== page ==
We can all relate to the feeling of not wanting to go to school. However, for children with school phobia, their anxiety about school goes far beyond the usual reluctance we’re all familiar with. If you’re wondering if your child is showing symptoms of school phobia, here are some pointers to help:
What is school phobia?
Children who are school phobic feel highly anxious about attending school and may try to avoid going as a way of managing. They might miss a few days of school a month, or may stop attending altogether. Their anxiety about school may be so intense that they become physically unwell. School phobia is sometimes called ‘school refusal’, but for children with school phobia, the problem is deeper than an unwillingness to do as they’re supposed to. To understand the phenomenon, it is more helpful to think in terms of the feeling (‘my child is extremely anxious about going to school’) rather than the behaviour (‘my child is refusing to go to school’).
Avoiding school is a way for school-phobic children to protect themselves from something that feels scary and overwhelming. For some, the prospect of school may feel so threatening to their wellbeing that they avoid it altogether. Poor attendance might traditionally be understood as a behaviour to ‘fix’, but when a child is avoiding school due to mental health issues, warnings, consequences and sanctions are unlikely to help.
What does school phobia look like?
The most prominent sign of school phobia is that a child stops attending school. However, there are other signs and symptoms to look out for, that may indicate a child is feeling highly anxious about school:
- Frequent complaints of stomach ache and headaches: your child may miss school due to frequent bouts of stomach ache, pains or dizziness that have no underlying medical cause.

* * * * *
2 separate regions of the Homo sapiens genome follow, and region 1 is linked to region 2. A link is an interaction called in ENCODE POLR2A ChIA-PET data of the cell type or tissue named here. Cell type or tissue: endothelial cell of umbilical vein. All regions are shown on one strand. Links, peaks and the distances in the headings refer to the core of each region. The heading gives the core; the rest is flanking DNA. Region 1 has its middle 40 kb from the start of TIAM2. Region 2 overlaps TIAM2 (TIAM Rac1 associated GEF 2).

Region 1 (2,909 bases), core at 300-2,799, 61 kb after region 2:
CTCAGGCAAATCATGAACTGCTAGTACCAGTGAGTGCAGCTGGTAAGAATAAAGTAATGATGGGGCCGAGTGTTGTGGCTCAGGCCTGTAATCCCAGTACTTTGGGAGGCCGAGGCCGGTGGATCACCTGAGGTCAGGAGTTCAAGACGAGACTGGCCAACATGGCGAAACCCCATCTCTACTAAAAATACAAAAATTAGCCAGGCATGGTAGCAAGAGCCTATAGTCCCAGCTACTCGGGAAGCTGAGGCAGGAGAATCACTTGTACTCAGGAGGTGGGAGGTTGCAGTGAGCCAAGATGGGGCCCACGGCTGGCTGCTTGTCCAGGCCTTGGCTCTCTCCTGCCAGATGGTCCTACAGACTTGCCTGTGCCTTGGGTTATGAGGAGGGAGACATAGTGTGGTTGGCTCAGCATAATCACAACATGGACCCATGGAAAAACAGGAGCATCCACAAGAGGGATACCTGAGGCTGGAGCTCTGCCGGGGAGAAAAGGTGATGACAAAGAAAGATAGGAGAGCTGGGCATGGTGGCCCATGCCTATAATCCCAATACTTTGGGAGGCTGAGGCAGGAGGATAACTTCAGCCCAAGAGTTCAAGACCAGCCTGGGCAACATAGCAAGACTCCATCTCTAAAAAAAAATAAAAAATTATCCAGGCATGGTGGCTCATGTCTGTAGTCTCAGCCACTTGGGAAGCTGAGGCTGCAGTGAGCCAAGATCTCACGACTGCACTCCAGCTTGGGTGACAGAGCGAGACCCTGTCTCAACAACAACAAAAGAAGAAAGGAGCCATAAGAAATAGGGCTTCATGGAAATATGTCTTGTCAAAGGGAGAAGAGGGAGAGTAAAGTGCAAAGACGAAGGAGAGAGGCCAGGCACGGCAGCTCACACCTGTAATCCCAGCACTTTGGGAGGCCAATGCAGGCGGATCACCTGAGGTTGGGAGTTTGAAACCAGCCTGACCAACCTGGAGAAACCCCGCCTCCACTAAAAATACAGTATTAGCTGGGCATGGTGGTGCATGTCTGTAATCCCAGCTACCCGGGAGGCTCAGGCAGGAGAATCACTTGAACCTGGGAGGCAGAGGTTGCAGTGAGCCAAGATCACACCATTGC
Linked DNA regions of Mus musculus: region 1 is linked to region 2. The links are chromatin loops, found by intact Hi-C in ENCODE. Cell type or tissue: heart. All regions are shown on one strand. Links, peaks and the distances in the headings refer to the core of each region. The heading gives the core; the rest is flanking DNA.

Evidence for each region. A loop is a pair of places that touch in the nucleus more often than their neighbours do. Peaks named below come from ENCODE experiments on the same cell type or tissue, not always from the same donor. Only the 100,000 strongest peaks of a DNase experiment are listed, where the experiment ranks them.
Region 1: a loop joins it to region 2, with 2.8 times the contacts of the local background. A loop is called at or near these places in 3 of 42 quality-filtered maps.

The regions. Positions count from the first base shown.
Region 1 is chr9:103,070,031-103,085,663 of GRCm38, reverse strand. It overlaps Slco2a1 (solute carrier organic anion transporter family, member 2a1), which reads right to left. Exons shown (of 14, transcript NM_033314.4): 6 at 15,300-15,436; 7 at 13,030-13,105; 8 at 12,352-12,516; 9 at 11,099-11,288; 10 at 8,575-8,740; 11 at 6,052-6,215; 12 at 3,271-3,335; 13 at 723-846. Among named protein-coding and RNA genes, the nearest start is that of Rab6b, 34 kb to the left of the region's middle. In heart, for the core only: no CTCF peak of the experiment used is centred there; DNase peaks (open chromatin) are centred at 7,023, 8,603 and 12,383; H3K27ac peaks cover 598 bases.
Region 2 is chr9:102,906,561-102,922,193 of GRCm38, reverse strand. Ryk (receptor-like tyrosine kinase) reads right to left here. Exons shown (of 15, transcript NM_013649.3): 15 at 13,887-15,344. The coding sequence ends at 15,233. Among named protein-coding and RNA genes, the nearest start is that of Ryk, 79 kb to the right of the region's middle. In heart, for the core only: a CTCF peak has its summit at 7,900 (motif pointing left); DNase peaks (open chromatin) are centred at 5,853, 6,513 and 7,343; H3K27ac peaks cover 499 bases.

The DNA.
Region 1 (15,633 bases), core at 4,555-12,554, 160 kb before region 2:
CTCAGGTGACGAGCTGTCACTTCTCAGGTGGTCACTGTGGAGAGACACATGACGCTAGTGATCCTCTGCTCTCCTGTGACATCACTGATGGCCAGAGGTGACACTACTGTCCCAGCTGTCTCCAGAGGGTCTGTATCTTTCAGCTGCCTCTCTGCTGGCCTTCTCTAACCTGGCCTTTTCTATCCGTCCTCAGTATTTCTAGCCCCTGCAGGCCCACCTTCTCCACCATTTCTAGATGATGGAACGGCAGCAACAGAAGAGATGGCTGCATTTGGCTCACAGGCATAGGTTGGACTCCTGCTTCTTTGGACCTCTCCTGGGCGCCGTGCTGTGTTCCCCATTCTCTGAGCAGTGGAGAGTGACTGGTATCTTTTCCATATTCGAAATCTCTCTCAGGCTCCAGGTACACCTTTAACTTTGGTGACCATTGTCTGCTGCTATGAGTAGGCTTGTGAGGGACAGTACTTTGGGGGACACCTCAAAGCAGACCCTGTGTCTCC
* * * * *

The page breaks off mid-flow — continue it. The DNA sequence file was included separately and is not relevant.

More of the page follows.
- Unusually tearful and emotional: your child may respond particularly emotionally to everyday situations, to an extent that goes beyond the mood swings and outbursts that are typical for their age.
- Emotional outbursts before or after school: some children with school phobia become emotional before school, or beg not to go. Others may mask how they feel whilst at school, only to come home and have an emotional meltdown that may feel like it has ‘come out of nowhere’.
- Repetitive anxious thoughts: your child may worry compulsively about small details, such as whether they gave a correct answer in their homework, or whether they’ve packed their bag with everything they need.
- Shutting down and withdrawing: your child may spend a lot of time in their room and show little interest in socialising or going out of the house.
Why do some children suffer from school phobia?
Understanding the reasons why your child is feeling fearful of school is one of the first steps to getting them the support they need. Reasons that children avoid school include:
- A mental health condition: conditions such as social anxiety, generalised anxiety disorder or depression can make the prospect of going to school terrifying. School phobia is also particularly common in children who experience significant separation anxiety.
- An unrecognised additional need: children may refuse to go to school if they have been trying to cope with a recognised learning difficulty or developmental disorder for a long time
- School environment: avoiding school may be a way for children to protect themselves from bullying or a hostile school environment. Some children become reluctant to attend school after a traumatic incident in school, such as an assault.